ALBUM REVIEW: Umphrey's McGee It's Not Us
Words by Blake Barit Direct Attention
Since my first Umphrey’s McGee show, I was blown away by their genre bending sound and innovative approach to live performances. From hair metal runs, to funk grooves, straight forward rocking, psychedelia, sentimental ballads, aggro progressive transitions, even a bit of comedy, working cohesively to form a sound that would keep me coming back for the next 12 years. With this new album, we find an older band a bit wiser in their years, ready to push their craft even further and rock like nothing has changed.
Recorded in Chicago, it’s not us is the band’s eleventh studio effort. The album is seething with everything fans have come to know and love. Jake Cinninger on guitar, and Ryan Stasik on bass, bring power to a hard rock-driven album, layered with Brendan Bayliss’ introspective lyricism. Centered predominately on their classic progressive rock sound, the album maintains an eclectic nature, venturing into funk, electronica, and folk.
Right off the bat, we get our first taste of a more polished Umphrey’s with hard-pop banger, “The Silent Type.” The single was also the first song the band played in 2018. Coming in hot, right after "Auld Lang Syne" on New Year’s, the track leads with the bravado of a front runner. Exuding an aura of a night out in a European city, during a blizzard, complete with bicycle races, snow ball fights, and robots. Always robots. Getting a taste of what’s to come, we’re out of the gates and hugging the rail… locked in.
Dark rock Jake ripper "Looks" is next. Stasik lends a saucy bass line to Cinninger, who takes advantage to create some very intriguing and creative lead lines. One thing I love about Umphrey’s is their dark hard rock themes, and this album is dripping with them. "Looks" is the first cut of a number on it’s not us to venture into the nether world.
“Whistle Kids” is one of the best examples of a mature band, and a grown up Brendan Bayliss, speaking to the changed situations of their lives. The touching tongue-in-cheek funk rocker possesses the loving comedy which rings true with fans that still have to raise their kids after a Friday night with the band.
The contemplative ballad "Half Delayed" comes next. This tune leaves Bayliss ruminating on life’s difficulties and learning to accept change. The song starts on the slow side but pleasantly builds to a strong conclusion. Every album has that song that squeeked in, destined to be the placeholder that thickens out the album runtime. Congrats "Half Delayed," you made it.
"Maybe Someday" is a distance runner’s dream, ripped from the opening credits sequence of some synthed-out late 80’s sitcom. Pop this on your playlist and you’re golden. A strong starting groove drives into a blissed out bridge, capped off by an industrial foot-stomping finale, complete with signature shredding from Cinninger. There’s a lot of potential here for drawn out improv during live performances.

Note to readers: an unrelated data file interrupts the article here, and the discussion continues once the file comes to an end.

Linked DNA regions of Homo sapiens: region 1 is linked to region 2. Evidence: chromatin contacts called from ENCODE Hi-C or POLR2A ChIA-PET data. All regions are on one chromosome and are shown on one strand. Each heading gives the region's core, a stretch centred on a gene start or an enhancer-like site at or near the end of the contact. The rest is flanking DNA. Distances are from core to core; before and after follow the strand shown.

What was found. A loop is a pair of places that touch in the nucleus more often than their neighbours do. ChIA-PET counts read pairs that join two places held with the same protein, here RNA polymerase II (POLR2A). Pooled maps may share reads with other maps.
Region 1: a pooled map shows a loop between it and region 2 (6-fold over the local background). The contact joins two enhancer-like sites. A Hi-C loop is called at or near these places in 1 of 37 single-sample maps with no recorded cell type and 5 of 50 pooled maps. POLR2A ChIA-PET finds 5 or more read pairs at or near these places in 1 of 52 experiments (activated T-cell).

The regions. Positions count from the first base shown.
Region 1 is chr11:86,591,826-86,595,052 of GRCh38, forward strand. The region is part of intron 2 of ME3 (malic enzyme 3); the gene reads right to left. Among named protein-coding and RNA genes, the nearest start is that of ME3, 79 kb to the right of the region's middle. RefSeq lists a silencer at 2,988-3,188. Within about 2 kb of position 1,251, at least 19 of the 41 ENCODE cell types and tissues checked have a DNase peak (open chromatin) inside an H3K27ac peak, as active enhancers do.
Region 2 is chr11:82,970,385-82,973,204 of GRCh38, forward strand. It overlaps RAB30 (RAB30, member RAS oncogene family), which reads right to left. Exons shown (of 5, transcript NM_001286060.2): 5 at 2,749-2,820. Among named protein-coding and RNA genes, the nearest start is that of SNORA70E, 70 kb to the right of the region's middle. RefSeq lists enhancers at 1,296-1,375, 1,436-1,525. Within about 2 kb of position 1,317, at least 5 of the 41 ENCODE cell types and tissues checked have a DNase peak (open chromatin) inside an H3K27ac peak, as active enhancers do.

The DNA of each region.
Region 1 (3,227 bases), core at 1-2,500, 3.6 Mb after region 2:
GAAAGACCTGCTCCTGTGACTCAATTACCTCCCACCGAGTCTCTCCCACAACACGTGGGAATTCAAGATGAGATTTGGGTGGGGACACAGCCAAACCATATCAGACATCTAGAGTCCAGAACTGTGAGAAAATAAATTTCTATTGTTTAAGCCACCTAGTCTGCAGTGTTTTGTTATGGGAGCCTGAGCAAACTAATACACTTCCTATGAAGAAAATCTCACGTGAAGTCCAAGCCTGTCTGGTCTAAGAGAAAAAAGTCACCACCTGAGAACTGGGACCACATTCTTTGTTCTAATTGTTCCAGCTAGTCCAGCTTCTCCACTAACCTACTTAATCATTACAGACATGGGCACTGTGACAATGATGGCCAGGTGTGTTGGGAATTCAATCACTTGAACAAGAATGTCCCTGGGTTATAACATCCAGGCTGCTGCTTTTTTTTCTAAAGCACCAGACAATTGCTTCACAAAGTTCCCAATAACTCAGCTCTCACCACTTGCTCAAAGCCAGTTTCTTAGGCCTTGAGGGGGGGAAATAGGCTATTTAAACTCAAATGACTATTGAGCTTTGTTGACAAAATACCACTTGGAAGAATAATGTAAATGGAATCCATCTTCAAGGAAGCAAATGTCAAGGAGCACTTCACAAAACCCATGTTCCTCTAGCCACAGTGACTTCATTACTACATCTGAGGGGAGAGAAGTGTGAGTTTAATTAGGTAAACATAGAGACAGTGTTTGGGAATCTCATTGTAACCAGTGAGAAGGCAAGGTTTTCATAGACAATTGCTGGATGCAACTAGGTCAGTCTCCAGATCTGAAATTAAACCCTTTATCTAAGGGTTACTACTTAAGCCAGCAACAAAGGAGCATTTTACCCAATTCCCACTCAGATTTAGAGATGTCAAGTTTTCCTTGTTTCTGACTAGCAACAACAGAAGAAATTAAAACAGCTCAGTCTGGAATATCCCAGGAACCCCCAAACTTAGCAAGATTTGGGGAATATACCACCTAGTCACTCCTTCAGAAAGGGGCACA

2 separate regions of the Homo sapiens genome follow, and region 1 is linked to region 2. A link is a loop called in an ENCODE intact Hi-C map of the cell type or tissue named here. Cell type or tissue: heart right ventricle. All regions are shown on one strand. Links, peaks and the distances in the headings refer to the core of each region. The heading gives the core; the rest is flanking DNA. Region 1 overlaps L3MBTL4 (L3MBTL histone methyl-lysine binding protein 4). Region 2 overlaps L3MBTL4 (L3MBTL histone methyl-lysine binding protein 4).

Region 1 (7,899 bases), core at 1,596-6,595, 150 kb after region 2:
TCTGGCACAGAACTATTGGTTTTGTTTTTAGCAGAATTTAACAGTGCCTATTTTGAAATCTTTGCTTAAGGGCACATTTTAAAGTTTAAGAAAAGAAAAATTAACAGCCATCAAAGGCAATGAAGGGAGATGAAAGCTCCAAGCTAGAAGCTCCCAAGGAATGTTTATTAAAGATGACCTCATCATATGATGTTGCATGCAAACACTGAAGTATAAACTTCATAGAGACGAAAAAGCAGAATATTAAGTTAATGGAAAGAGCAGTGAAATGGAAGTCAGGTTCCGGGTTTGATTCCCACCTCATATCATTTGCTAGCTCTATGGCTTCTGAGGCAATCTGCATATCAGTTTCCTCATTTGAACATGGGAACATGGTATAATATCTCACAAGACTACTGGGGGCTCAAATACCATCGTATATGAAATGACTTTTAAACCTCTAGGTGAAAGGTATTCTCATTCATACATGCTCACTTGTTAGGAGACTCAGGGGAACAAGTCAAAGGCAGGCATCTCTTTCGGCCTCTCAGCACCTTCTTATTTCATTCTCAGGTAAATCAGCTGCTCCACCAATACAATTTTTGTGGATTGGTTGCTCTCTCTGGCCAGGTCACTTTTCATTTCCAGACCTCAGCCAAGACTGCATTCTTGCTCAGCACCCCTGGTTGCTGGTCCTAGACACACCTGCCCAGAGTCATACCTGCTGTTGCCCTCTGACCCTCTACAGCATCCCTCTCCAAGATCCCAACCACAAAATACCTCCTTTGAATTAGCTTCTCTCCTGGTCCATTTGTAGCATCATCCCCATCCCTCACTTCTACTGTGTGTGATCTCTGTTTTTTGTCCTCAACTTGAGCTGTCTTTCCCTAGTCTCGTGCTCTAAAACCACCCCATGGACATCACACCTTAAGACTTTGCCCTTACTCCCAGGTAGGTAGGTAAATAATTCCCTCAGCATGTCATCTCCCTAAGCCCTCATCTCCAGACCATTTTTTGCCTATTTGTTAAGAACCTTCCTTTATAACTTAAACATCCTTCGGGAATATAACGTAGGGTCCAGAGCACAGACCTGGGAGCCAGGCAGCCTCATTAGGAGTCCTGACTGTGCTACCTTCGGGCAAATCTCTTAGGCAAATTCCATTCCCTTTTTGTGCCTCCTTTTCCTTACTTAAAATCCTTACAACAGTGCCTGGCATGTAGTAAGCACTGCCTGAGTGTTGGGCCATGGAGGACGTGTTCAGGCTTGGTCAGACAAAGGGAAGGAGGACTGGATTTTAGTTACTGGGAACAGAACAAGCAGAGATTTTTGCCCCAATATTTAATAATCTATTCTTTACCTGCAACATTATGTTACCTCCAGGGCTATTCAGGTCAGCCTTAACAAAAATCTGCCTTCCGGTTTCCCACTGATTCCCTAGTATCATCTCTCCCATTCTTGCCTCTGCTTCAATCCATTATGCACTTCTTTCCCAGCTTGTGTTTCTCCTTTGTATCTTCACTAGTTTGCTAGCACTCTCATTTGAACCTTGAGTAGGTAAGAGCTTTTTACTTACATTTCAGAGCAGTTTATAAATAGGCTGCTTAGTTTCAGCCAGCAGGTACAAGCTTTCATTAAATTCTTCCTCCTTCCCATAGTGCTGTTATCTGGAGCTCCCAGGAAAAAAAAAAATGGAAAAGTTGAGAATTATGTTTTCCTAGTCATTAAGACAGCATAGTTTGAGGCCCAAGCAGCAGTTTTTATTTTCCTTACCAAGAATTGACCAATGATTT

“Remind Me” doesn’t take shit, asserting itself as one of the stand out tracks on the album. Starting out as a Prince-esque jazz number, the track crashes head-on into a hard-rock, double-bass head-banging, rage inducing incantation of The Prince of Darkness. Shit. Gets. Real. Are those strings in the background? A choir mayhaps? Sounds like they could be the demonic shrills of the foot beasts of Satan. It scared me. I loved it.
After the carnage, respite comes in the form of “You & You Alone.” Bayliss’ beautiful folk ballad written to his wife is an ode to the frustrations of raising children, finding beauty in it, and all the while continuing down your road together. This is a great example of Umphrey’s being very charming and elegant. “Bullhead City” is a wonderful Jake ballad off of their 2004 release Anchor Drops that stands in a comparable light with Bayliss’ number.
“Forks” soars into the sky on the back of Cinninger’s raising and climbing guitar lines. Eagles pull this song up on their Zunes right before taking flight in search of a lowly field mouse. The blissed out Umphrey’s sound of songs like “Hajimemishite” are strong in this one, certain to elevate the proceedings during a live show.
“Speak Up” will be familiar to Umphrey’s fans albeit with added lyrics. The old jam is giving life to the new take, taken even higher by Joshua Redman. Redman, who has become a fixture at Umphrey’s shows over the years, lends his soulful prowess on the woodwind to thicken up this tasty cut.
“Piranahs” comes in as a smooth rocking number that laments the speed of a rock star’s life and the tiring schedule that brings a middle-aged family man down. The song’s groove is nicely accented by the stylings of Joel Cummins, while Kris Myers is solid in the pocket to keep the groove air-tight. The schmaltz many of these songs possess are countered nicely by the harder nature of the music that accompanies them.
“Dark Brush” ends the album magnificently. The NIN-esque ripper showcases Cinninger both lyrically and instrumentally, and serves as a capper to an album from an older more introspective band that still knows how to rip and have fun.
Their best effort since 2009’s Mantis, Umphrey’s brings us a powerful set of songs that posses the characteristics needed to enter the arena of live Umphrey’s, as well as give us all an honest look into the growing lives of the rock stars we love. The possibilities seem endless as it’s not us opens up brand new territory for fans to know and love. See you on tour.